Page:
MOLECULAR AND GENETIC CHARACTERIZATION OF THE VIRULENCE PLASMID OF YERSINIA ENTEROCOLITICA.
AuthorDUBEL, JACQUELINE ROBERTA.
Plasmids -- Genetics.
Yersinia enterocolitica -- Physiology.
MetadataShow full item record
PublisherThe University of Arizona.
RightsCopyright © is held by the author. Digital access to this material is made possible by the University Libraries, University of Arizona. Further transmission, reproduction or presentation (such as public display or performance) of protected items is prohibited except with permission of the author.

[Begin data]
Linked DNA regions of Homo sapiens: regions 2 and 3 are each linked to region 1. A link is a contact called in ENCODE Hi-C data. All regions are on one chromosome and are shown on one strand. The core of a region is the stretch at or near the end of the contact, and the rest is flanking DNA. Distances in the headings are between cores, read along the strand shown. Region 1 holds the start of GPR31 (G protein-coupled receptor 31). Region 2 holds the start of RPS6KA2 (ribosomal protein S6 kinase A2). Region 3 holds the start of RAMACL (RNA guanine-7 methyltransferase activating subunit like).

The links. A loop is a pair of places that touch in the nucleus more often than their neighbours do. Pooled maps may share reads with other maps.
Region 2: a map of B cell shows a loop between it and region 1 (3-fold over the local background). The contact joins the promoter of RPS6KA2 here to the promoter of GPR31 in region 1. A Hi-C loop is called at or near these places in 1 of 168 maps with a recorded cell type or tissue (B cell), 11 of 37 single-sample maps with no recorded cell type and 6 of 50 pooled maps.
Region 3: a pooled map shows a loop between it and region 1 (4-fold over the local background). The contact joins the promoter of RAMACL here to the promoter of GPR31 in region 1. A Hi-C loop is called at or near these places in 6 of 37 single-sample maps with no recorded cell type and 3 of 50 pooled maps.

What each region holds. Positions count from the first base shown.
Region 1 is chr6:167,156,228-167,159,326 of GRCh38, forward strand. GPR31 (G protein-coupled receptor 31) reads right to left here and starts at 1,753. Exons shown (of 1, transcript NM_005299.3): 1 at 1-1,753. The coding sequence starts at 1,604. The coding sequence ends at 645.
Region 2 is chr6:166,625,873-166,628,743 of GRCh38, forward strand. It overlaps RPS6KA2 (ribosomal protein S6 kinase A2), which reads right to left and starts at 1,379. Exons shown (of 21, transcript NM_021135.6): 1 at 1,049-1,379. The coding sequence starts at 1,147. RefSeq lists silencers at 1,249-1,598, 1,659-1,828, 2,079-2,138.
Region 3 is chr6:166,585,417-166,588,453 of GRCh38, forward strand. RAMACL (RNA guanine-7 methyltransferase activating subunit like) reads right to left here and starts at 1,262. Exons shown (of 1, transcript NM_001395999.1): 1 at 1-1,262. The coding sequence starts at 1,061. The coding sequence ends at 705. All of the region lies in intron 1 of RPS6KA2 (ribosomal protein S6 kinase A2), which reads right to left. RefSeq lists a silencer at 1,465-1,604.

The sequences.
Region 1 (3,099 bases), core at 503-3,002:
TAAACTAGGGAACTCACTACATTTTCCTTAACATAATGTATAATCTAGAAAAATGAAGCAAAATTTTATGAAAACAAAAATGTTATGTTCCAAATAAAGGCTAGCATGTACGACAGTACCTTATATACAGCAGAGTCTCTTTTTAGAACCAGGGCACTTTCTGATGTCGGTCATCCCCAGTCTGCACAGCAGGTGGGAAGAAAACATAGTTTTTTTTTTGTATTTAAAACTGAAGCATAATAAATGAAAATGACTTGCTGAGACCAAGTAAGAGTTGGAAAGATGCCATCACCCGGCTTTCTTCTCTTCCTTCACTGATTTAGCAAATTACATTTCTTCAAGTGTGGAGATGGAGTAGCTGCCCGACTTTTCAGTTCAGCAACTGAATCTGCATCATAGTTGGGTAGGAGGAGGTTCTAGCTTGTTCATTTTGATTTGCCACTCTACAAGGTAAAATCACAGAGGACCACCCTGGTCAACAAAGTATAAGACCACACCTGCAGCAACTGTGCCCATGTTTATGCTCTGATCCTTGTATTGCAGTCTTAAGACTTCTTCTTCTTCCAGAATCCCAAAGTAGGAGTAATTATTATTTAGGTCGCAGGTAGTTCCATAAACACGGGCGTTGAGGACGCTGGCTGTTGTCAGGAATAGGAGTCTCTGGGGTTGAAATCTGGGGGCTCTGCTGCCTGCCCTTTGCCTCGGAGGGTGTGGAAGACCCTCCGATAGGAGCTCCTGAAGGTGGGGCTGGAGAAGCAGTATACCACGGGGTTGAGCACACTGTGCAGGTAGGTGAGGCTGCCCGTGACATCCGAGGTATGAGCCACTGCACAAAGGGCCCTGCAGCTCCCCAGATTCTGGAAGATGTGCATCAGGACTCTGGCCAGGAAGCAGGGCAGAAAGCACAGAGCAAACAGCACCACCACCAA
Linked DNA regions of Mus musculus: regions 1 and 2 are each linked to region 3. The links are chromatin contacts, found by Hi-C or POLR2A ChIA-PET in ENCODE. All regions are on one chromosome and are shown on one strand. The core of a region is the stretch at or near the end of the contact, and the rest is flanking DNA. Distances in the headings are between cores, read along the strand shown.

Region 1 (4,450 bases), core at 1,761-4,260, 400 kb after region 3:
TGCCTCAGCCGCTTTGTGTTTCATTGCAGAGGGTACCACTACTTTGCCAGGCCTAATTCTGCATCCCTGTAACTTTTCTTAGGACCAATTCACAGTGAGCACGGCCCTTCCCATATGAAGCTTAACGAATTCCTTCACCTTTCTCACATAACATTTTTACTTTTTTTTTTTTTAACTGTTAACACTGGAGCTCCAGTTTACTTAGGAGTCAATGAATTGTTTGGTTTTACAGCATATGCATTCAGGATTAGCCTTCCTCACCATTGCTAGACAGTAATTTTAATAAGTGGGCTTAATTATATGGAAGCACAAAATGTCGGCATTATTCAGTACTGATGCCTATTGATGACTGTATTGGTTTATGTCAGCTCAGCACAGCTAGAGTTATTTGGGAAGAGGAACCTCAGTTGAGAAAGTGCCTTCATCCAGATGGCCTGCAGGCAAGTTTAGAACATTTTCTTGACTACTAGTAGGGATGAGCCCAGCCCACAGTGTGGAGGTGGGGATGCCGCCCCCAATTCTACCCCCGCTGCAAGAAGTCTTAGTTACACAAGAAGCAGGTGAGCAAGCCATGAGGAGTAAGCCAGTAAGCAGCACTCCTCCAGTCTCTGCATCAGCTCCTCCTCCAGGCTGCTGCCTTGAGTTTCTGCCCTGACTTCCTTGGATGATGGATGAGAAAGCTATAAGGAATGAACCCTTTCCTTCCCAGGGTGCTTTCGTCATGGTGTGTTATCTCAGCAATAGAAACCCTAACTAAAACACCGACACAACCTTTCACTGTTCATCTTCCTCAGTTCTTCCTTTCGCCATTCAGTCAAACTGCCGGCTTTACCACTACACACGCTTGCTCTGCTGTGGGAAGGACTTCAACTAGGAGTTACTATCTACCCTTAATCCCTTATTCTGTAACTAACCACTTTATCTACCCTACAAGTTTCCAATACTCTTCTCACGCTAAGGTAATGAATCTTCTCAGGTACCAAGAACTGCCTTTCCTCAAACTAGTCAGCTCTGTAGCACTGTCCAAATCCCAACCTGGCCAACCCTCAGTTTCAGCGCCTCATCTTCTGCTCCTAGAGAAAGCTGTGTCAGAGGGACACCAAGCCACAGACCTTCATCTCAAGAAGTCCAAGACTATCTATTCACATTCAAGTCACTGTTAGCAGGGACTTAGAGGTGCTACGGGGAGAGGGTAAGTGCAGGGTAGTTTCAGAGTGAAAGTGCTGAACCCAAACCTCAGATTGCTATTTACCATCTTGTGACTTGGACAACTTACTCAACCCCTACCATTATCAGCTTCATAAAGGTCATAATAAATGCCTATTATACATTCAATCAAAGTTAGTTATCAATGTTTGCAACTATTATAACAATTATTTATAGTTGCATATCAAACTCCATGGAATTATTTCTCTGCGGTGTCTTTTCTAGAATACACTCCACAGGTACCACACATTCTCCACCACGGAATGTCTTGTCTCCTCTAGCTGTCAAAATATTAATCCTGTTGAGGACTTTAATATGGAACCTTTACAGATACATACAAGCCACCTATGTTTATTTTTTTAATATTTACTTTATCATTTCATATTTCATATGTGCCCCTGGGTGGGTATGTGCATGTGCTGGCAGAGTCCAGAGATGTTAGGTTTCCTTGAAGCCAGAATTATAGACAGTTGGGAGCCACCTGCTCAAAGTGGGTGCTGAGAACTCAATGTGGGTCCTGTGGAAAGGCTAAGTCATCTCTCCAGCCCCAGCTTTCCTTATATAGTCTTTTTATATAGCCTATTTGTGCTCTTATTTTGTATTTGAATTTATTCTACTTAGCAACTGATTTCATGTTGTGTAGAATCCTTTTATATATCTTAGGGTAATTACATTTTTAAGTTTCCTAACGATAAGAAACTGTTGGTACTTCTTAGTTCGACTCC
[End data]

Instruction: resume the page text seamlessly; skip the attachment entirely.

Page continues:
AbstractPurified DNA from a nalidixic acid resistant derivative of a virulent serotype 0:3 clinical isolate of Yersinia enterocolitica was subjected to transpositional mutagenesis in an effort to construct avirulent mutants. The resulting transpositional mutants, as well as the wild-type virulent strain and its isogenic derivative that had been cured of the virulence plasmid, were analyzed for plasmid DNA content. The plasmid DNA content of each strain was further characterized by restriction endonuclease digestion and the transposon insertion sites for the mutants were located. All of the strains were then tested for pathogenicity by the following assays: calcium dependence, colonization of the mouse gastrointestinal tract, HEp-2 cell adherence and invasion, HEp-2 cell monolayer detachment, autoagglutination, serum resistance, outer membrane protein production and production of V antigen. In addition, the hydrophobic properties of each strain were examined by a rapid polystyrene plate method and hydrophobic interaction chromatography. The results of the tests were compared to plasmid DNA analyses for each strain in an attempt to identify any plasmid-associated genes that are related to virulence. The wild-type strain was virulent, or positive, by all of the assays employed for evaluation of pathogenicity. In contrast, its isogenic derivative that had been cured of the virulence plasmid was negative, or avirulent, for the same assays with one exception. The avirulent plasmidless strain still retained the ability to adhere to and invade HEp-2 cells, supporting the belief that these properties are probably encoded by the bacterial chromosome. In addition, three transpositional mutants were constructed that were no longer calcium dependent, capable of detaching HEp-2 cell monolayers or able to produce three unique outer membrane proteins. Restriction endonuclease analysis confirmed the presence of the transposon on the Hind III "A" fragment of the virulence plasmid and located the region responsible for the lost virulence properties. The gene or set of genes identified were designated cal and the respective calcium independent mutants Cal⁻. Furthermore, the assays for hydrophobicity indicated that the virulence plasmid, specifically the cal gene(s), codes for hydrophobic properties on the surface of the bacterium. The study demonstrated that a virulence-associated region, cal, is located on the virulence plasmid of Y. entrocolitica and responsible for calcium dependence, HEp-2 cell monolayer detachment, the production of the three plasmid-specified outer membrane proteins and cell-surface hydrophobicity.